ADVANCED THIRDS: HOW TO INSTANTLY BUMP UP INTEREST IN YOUR PHOTO
If you’ve been reading these photo tips for any length of time, or if you’ve been to one of our workshops, then you know about the Rule of Thirds.
(Just in case you’ve forgotten: The idea is that you divide your photo into three equal quadrants horizontally or vertically.
Then, by placing your subject on one of these “thirds lines” you automatically create a more powerful focal point in your photo. For a brush-up on how to do this, see this article in our archives: http://tinyurl.com/343f8j )
Today, let’s take it a step further into what I call “Advanced Thirds.” Here’s how it works:
Using the Rule of Thirds, you place your subject on one of the thirds lines. But to create a stronger, more dynamic composition, you want to make sure that your subject is on the appropriate thirds line for the motion, action, or interest of the photo.
You will have a stronger shot if your subject’s action or attention is moving into the image — toward the center or the opposite third.
Take, for instance, these two pictures that Lori shot in Milan. They were shot minutes apart, from the same vantage point. And all the elements in them are the same. It’s just the placement of the two people that’s different.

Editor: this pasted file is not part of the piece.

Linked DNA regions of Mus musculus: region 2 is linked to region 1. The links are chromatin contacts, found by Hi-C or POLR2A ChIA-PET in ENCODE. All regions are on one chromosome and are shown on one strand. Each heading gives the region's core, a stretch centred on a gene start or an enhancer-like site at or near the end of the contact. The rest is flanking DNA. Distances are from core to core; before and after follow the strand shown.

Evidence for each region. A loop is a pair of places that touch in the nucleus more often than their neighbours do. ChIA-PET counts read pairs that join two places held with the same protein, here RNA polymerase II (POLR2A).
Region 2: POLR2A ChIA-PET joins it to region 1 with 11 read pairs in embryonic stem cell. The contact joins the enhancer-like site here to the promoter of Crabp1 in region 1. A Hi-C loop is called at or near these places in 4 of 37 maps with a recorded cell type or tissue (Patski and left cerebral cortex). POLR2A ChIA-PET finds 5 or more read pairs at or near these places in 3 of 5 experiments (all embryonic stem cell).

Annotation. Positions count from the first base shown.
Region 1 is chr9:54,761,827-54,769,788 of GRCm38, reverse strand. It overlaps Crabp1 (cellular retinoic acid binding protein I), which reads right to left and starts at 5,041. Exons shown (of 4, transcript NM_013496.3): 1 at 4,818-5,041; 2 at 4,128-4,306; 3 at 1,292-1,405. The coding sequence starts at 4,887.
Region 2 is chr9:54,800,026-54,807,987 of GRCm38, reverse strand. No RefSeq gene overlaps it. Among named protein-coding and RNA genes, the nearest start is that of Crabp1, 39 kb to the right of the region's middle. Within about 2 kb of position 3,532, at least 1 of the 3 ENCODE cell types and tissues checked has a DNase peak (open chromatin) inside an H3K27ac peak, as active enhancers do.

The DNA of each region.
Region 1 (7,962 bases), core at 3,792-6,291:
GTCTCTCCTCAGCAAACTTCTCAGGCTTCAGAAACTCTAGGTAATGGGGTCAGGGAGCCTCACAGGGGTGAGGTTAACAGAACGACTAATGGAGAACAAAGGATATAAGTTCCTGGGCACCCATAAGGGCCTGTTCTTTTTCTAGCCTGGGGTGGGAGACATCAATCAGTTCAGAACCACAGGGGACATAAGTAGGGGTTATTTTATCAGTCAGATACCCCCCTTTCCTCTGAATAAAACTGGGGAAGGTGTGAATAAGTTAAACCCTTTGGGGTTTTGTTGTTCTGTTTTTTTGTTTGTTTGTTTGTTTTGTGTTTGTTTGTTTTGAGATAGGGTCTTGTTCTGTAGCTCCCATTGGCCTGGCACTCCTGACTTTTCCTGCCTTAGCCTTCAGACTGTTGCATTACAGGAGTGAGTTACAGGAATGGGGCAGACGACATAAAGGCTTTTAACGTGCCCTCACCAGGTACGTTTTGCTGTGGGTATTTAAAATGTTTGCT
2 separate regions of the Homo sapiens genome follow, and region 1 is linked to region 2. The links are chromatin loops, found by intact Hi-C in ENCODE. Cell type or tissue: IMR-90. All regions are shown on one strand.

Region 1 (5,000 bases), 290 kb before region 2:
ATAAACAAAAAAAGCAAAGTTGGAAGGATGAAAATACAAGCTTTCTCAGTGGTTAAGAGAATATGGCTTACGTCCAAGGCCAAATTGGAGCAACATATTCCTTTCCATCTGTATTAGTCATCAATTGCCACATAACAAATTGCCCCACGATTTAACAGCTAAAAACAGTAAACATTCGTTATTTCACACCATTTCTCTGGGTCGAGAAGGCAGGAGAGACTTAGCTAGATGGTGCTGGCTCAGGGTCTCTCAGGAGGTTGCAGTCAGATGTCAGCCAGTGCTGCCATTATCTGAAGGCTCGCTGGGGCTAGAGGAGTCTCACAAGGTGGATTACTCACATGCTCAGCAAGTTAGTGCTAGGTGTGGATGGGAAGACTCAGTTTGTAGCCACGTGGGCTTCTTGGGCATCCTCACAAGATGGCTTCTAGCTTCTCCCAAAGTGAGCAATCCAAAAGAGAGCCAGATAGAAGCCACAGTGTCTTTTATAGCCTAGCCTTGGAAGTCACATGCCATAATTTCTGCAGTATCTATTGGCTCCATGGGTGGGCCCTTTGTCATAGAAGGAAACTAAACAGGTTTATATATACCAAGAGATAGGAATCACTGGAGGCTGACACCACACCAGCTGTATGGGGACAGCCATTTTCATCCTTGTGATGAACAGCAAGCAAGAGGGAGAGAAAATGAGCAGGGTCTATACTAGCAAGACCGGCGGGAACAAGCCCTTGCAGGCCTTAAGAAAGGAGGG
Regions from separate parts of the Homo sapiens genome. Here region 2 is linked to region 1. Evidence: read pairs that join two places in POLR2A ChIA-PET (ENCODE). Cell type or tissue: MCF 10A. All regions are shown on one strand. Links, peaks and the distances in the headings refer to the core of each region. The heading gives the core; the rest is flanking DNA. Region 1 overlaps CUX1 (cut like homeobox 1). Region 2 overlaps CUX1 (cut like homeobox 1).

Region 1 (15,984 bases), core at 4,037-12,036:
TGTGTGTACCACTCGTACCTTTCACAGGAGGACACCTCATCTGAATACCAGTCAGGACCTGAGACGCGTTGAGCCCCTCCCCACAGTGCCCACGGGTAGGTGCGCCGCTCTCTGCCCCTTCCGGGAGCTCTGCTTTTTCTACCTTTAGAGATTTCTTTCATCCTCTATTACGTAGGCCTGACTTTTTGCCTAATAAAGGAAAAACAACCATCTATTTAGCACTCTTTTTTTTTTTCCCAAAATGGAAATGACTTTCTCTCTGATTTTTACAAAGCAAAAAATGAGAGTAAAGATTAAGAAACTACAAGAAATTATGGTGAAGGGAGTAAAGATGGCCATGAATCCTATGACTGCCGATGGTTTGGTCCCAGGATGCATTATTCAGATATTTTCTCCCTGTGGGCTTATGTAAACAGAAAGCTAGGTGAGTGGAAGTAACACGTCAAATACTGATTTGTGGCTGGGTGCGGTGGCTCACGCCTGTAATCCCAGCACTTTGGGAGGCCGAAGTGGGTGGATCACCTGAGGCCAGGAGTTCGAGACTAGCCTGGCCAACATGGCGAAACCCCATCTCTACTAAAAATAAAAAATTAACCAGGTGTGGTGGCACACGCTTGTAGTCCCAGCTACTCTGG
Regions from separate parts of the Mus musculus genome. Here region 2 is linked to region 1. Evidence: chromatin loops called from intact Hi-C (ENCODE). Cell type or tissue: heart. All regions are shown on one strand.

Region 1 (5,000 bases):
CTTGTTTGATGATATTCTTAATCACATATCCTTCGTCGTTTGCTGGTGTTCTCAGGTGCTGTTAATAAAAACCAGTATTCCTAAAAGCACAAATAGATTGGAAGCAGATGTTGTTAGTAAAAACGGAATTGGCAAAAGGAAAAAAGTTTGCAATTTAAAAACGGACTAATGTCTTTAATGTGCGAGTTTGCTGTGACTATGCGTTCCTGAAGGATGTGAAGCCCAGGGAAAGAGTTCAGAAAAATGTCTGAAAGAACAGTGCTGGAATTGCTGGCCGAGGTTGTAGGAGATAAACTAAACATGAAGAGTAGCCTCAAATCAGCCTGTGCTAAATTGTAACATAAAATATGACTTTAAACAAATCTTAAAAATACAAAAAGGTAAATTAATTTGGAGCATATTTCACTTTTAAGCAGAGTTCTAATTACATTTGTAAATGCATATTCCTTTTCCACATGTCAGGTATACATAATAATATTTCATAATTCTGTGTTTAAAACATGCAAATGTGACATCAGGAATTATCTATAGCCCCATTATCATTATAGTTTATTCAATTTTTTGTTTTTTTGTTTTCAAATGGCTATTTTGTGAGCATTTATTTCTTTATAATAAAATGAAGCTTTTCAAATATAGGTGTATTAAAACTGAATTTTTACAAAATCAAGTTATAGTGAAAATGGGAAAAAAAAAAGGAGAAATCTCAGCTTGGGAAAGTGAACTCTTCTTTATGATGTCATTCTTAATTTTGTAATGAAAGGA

In the first shot, (http://tinyurl.com/2me3dr) the woman with the blue umbrella is in good placement for the Rule of Thirds — right on the right thirds line. But she is walking out of the frame — and our eyes follow her out of the shot. This shot would be much more dynamic if the woman turned 180 degrees and walked into the frame.
The second shot (http://tinyurl.com/2me3dr) shows what I am talking about. Even though the guy with his blue umbrella is farther away, he is walking into the frame, toward the open doorway.
Once again, our eyes follow his lead and walk through the door with him… but this time, due to the subject’s direction of motion, we are held in the picture. Our eyes linger and stay within the frame much longer than they do in the previous shot.
Now keep in mind that these people were on the move. They were headed toward their destination, unaware that they were being captured in these photos. Lori couldn’t really wait for the perfect composition… she’d likely have missed the shots altogether.
My point? When you get the chance — even if it doesn’t seem absolutely perfect — take your shot anyway. You never know when the absolutely right moment will arrive.
And while you’re angling for that perfect shot, keep not only the Rule of Thirds in mind, but take note, as well, of the motion in your photo. You want your subject moving into the center of the frame, rather than out of it. That’ll guarantee you better photos.
[Editor’s Note: Learn more about opportunities to profit from your travels (and even from your own home) in our free online newsletter The Right Way to Travel.]